COMAL COUNTY. Comal County is located in south central Texas on the divide between the Blackland Prairies and the Balcones Escarpment. Its largest city and county seat, New Braunfels, is twenty-nine miles northeast of San Antonio and forty-five miles southwest of Austin. The county's center lies at 29°48' north latitude and 98°17' west longitude. The county comprises 555 square miles of prairie and Hill Country terrain. The eastern quarter, below the Balcones Escarpment, is gently rolling grass and crop land ranging in elevation from 600 to 750 feet above sea level. The Blackland Prairie soil of this section is loam with clay subsoils and is well suited for cultivation. The elevation of the northwestern three-quarters of the county ranges from 750 to roughly 1,500 feet above sea level. The loam in this section varies from shallow to deep and has proved better suited for grazing than for cultivation. The Hill Country terrain supports more timber-live oak, mesquite, and Ashe juniper-and fewer grasses than the prairies of eastern Comal County. Indigenous wildlife includes deer, doves, rabbits, turkeys, squirrels, ringtail cats, skunks, bobcats, and coyotes. Ranchers have also introduced several exotics into the area, including axis deer, sika deer, and Barbados sheep. The annual precipitation averages 33.19 inches, and average temperatures range from a low of 40° F in January to a high of 96° in July; the growing season lasts 265 days. Mineral resources include limestone, sand, and gravel; these have become the basis of a construction-materials industry in the county.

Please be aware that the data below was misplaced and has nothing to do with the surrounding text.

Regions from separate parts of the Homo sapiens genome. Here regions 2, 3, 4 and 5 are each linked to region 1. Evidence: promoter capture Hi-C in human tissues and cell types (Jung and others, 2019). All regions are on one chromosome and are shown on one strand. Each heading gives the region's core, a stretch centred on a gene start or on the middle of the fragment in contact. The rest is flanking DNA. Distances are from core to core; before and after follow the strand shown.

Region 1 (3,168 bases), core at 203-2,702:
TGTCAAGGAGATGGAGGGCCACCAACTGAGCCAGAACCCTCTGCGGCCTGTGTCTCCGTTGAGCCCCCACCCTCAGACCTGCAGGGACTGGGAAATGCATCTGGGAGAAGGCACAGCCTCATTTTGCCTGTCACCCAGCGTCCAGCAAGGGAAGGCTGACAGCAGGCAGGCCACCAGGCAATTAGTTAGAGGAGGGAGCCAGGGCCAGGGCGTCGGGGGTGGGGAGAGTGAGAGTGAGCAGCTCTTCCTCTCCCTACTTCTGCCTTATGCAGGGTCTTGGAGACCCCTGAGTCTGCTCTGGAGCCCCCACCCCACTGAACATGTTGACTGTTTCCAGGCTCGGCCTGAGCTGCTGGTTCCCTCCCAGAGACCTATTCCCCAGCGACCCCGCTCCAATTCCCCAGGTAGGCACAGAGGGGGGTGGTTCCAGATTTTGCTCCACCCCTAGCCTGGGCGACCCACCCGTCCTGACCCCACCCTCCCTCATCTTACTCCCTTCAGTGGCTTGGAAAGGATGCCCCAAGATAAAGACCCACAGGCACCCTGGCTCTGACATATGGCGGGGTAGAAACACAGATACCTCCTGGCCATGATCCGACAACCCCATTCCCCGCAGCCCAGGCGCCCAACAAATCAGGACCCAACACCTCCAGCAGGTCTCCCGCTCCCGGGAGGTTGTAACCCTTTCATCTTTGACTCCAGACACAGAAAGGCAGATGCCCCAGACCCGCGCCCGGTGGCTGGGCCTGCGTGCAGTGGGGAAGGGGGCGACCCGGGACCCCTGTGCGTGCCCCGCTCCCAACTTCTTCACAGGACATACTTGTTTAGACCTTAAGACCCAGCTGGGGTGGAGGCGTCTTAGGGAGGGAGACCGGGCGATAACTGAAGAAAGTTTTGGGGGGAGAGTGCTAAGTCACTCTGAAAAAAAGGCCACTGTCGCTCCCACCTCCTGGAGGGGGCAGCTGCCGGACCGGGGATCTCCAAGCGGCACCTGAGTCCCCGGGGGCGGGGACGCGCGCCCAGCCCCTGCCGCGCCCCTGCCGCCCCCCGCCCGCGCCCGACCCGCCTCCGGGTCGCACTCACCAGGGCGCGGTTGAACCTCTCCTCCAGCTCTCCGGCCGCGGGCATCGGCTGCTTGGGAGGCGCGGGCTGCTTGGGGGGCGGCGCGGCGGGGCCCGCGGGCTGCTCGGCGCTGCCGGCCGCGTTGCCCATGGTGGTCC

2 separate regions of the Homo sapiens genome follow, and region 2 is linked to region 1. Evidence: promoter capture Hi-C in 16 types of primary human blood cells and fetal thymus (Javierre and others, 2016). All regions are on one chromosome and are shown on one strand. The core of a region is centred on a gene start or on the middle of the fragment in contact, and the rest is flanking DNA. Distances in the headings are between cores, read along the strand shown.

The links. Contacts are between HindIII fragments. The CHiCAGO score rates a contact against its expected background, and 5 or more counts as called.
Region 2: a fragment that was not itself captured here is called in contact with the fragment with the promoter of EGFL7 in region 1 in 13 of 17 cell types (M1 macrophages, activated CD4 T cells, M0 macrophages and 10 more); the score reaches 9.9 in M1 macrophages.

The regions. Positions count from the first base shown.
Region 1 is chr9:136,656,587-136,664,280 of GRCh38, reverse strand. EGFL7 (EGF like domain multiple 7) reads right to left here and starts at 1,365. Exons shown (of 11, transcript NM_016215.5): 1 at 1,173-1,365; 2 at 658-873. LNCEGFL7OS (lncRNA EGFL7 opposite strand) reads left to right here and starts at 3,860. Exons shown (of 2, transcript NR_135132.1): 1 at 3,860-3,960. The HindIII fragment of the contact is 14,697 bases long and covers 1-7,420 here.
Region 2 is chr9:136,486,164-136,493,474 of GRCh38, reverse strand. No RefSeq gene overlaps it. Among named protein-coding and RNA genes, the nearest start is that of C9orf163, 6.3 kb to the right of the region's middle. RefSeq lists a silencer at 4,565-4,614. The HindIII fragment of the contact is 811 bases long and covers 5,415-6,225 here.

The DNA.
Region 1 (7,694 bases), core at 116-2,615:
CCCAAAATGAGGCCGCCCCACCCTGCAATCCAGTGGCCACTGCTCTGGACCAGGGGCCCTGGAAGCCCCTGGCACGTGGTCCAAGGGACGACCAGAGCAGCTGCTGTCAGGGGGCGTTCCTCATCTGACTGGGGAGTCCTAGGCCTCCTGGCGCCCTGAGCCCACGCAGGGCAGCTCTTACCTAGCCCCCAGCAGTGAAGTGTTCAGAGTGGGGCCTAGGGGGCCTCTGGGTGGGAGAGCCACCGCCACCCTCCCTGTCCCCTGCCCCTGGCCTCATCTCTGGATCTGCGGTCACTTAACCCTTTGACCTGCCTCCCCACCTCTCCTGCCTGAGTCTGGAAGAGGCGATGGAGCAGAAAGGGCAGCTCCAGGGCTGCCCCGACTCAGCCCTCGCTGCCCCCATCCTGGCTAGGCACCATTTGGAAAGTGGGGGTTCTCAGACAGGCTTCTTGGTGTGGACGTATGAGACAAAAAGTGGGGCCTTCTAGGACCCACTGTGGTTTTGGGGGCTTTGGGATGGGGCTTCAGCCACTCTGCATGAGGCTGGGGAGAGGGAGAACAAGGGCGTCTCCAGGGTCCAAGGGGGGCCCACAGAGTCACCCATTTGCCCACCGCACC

The Guadalupe River and, since 1964, Canyon Lake drain the central hills and valleys of the county. Cibolo Creek, which empties into the San Antonio River, forms the southwestern boundary of the county and is the primary drainage channel for that area. Numerous streams north and east of Canyon Lake flow north into the Blanco River in Hays County. The Balcones Fault zone of the Edwards Aquifer is the primary source of groundwater in Comal County.
Spanish explorers were familiar with the Comal Springs area but evinced little interest in settling the region. After the expedition of Domingo Terán de los Ríos of 1691, the Old San Antonio Road crossed the Guadalupe River near the future site of New Braunfels. Subsequent French and Spanish expeditions, including those of the Marqués de Aguayo and Louis Juchereau de St. Denis,qqv commonly passed through what later became southeastern Comal County. In 1756 Comal Springs became the site of the short-lived Nuestra Senora de Guadalupe Mission, but, rather than fortify the mission against anticipated Comanche depredations, Spanish authorities closed it in 1758. Nearly a century passed before settlement became permanent, although a Mexican land grant of 1825 gave title of the area around the springs to Juan M. Veramendiqv. During the eighteenth century the springs and river (which had been called Las Fontanas and the Little Guadalupe respectively) took the name Comal, Spanish for "flat dish." It is thought that the name was suggested to the Spanish by the numerous small islands in the river or by the shallow basin through which the river runs.
The inhabitants of the region on the eve of settlement were primarily Tonkawa and Waco Indians, although Lipan Apaches and Karankawas also roamed the area. Early settlers' contacts with these peoples were generally uneventful. Nomadic Wacos who were camped at springs north of New Braunfels moved their camp west within a year of the founding of the settlement, and a village of some 500 Tonkawas on the Guadalupe River above New Braunfels initially welcomed German visitors. Notwithstanding the rapid influx of settlers in the 1840s and 1850s and isolated incidents of violence, county fathers and Indian leaders generally maintained peaceful relations.